It happens every summer. Things begin to get hot and dry and water becomes a topic of conversation and concern. Here in Texas we have tended to take water for granted. Every time you turn on the faucet it comes out, right? Despite what we may think of our summer water bills, our water supply is still relatively inexpensive.
In the summer the quantity of water used by a typical residence peaks at 50 to 100 percent over the winter rate. While typical indoor uses stay fairly level throughout the year, this additional water is going to keep the lawn, garden, and landscape alive. Unfortunately, the months when we need water the most are the months when it rains the least! Municipalities have to build the pumping and supply lines capable of handling this peak. Thus the more we can do to lower the peak, the more money our communities can save.
The future of our water supply has become a major concern for municipalities, agriculture producers, and our legislators. Current projections point to approximately 2030 as the year we “run out of water”, or more accurately when our demand exceeds our supplies.
While experts debate just when this day will come, there is one thing for sure…the future sure looks drier. Surface and ground water supplies will continue to be strained as our population increases. Water is needed for many aspects of our lives including industry, household uses, and irrigation. Considering the various places our water goes, when there is not enough to go around where will we cut back? When the competition is between having drinking water, supplying manufacturing, growing food crops, flushing the toilet, washing clothes, and watering an extensive landscape, which do you think is the most expendable?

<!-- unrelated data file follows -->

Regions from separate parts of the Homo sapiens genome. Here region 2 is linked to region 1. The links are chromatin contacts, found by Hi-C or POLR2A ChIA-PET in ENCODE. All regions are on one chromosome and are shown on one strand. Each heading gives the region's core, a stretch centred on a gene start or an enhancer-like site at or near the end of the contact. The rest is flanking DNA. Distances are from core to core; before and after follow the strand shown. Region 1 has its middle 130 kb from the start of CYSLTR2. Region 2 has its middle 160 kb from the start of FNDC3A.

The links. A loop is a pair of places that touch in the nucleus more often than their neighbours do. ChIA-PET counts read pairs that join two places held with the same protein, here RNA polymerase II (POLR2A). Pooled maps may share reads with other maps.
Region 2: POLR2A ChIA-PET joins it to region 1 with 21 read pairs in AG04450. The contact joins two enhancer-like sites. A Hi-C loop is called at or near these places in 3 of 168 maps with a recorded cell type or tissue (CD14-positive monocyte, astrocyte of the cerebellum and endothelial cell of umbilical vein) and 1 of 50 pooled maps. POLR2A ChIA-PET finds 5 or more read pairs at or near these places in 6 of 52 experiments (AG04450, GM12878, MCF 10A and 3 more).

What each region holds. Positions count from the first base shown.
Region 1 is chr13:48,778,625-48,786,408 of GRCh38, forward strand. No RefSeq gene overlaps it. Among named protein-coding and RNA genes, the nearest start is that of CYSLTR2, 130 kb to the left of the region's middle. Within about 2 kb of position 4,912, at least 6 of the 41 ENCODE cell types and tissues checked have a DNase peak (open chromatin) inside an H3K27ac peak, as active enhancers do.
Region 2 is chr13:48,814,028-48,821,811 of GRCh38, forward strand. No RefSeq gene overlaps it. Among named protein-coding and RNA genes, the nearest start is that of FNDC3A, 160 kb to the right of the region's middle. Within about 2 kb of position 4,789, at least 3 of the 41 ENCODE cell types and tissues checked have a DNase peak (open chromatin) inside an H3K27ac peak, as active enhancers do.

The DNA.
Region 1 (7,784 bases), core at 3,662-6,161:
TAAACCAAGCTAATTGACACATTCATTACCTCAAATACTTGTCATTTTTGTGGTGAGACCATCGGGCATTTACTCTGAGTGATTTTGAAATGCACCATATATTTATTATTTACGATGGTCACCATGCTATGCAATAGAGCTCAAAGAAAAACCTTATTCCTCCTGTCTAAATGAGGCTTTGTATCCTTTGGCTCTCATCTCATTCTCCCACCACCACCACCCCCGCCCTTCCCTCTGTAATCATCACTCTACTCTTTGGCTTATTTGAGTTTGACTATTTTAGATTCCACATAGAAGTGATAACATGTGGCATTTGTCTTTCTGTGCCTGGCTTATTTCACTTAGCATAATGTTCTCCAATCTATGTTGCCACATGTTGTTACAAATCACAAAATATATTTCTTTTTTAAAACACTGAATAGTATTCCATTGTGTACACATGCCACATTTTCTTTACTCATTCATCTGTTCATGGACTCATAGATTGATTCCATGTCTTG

Texas AgriLife Extension Service recently conducted a series of meetings called the Texas Community Futures Forum in every county in the state. These meetings brought local residents together to identify the top issues they feel need to be addressed to maintain or improve their quality of life in the future. Water was a top issue in virtually all counties, especially in central Texas.
We need to build more water efficient landscapes. There are many tools at our disposal to do this including choosing drought tolerant plants, water efficient landscape designs, drip irrigation and other technologies, and rainwater collection.
Xeriscape, WaterWise, WaterSmart or whatever name you put on it, water efficient landscaping is here to stay. We can and should be part of the solution.
This section of the website provides a wealth of resources to help you use water more efficiently in the garden and landscape. Get a head start on the future with some wise investments in your landscape today.